The rumours, combined with the undeniable high quality of their debut recording, led to Calling Occupants (GRT 1216-1075-T) peaking at No. 45 in Canada and reaching Billboard’s No. 62. (Its B side, Sub-Rosa Subway, was also a hit.)
Produced by Terry Brown at Toronto Sound studios and featuring mellotron and Moog Sonic V synthesizer, Calling Occupants was included on the album “3:47 EST” (“Klaatu” in the U.S.), released in September 1976. “Billboard” noted its “spacey but lush sound texture” and commented on the song’s similarity to The Beatles’ Day in the Life, a comparison that led to many calling the band “the Canadian Beatles” and drove album sales to 50,000 copies at home and another half-million in the US.
Songwriter Draper modestly told a radio station that the Beatles rumour “was a very nice compliment.”
The single opens with a 40-second introduction featuring worldly birds and insects serenely chirping while human – or alien? – footsteps crackle underfoot, before we hear “Calling occupants of interplanetary craft” repeated like a radio operator calling across a void.
What on earth inspired Draper and Woloschuk to write Calling Occupants? Well, as sci-fi fans, they had read about the short-lived 1953 International Flying Saucer Bureau (yes, it really existed), which asked folks to mind-beam the message “Calling occupants of interplanetary craft … we are your friends” on what it called World Contact Day. Klaatu adopted these words as the basis for the lyrics.
Calling Occupants, in a decade when the world was caught up in the space race, was timely. In the 1970s Canada began developing its Canadarm, America had its Skylab space station, and the U.S.S.R. its Salyut 1. And the recording followed such space-related hits as Elton John’s Rocket Man and David Bowie’s Space Oddity.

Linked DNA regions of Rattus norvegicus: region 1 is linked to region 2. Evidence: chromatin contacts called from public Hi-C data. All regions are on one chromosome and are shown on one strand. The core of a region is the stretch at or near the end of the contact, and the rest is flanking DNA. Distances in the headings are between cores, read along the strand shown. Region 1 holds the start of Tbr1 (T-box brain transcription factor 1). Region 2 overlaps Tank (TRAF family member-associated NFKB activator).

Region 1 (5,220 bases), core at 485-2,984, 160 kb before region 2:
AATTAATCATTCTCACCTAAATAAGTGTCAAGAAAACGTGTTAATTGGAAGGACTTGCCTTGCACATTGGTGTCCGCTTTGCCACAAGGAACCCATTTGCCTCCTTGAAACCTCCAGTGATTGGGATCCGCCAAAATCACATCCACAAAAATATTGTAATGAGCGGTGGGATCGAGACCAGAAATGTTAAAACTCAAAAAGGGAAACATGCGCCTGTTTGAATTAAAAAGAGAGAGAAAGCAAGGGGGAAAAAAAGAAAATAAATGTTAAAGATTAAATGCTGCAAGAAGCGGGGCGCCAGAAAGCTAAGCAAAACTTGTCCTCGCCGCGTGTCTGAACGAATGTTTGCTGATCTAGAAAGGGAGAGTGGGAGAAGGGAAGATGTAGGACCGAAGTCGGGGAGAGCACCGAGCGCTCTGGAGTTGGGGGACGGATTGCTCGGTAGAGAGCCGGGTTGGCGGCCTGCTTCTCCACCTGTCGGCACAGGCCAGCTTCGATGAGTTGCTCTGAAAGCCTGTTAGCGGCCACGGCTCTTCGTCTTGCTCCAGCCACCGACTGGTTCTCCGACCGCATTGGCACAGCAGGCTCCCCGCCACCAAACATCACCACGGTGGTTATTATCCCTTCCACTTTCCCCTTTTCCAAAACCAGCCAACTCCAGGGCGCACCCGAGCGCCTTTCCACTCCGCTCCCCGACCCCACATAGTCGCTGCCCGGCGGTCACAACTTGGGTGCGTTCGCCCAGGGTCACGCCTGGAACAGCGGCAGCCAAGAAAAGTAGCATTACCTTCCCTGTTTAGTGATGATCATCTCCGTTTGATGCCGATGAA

Grammy-winning brother-and-sister duo The Carpenters caught the wave, recording a Calling Occupants cover in 1977 that earned a Grammy nomination for Best Instrumental Arrangement Accompanying Vocalists. Their seven-minute version on their “Passage” album featured an introduction in which a DJ takes a phone-in request from – of course – an alien.
The Carpenters’ shorter 45-rpm single (AMS 7318, subtitled The Recognized Anthem of World Contact Day), also proved popular: No. 1 in Ireland, top 10 in the U.K., and in Canada No. 9 Adult Contemporary and No. 18 Top 100. In the U.S. market, it was Cashbox’s No. 24 and Billboard’s No. 18 Adult Contemporary and No. 32 Hot 100.
Draper enthused about the Carpenters’ cover: “We hear it as the ultimate compliment…. they nailed it,” with Woloschuk adding, “It was, and is, extremely gratifying to hear one of our compositions rendered so beautifully by a group that is so respected.”
Klaatu’s single was later included on their albums “Klaasic Klaatu” (1982) and “Solology” (2009), on “Oh What a Feeling 2,” and the tribute album “Around the Universe in 80 Minutes” (1999). It has been covered by Airlines, pop-rockers Swirl, punk rockers Babes in Toyland, the experimental orchestra The Flowers of Hell, and electronic dance cover artist Jackie Clune.
On television Calling Occupants has accompanied “Due South,” “Roswell,” “Mindhunter,” and “American Horror Story.”
Draper summed up Calling Occupants’ success: “I think we accomplished what we set out to do, which was to create some really good music.”
Drummer Terry (Edward) Draper and guitarist John (William) Woloschuk, co-founders of Klaatu, had made music together since high school in Toronto in the band Whitemail. Draper has released solo albums, performed with Atomic Tracktor, and is president of Klaatunes Records. Woloschuk is a studio musician and producer, and is now an accountant. In recent years, both were involved with remastering Klaatu’s albums.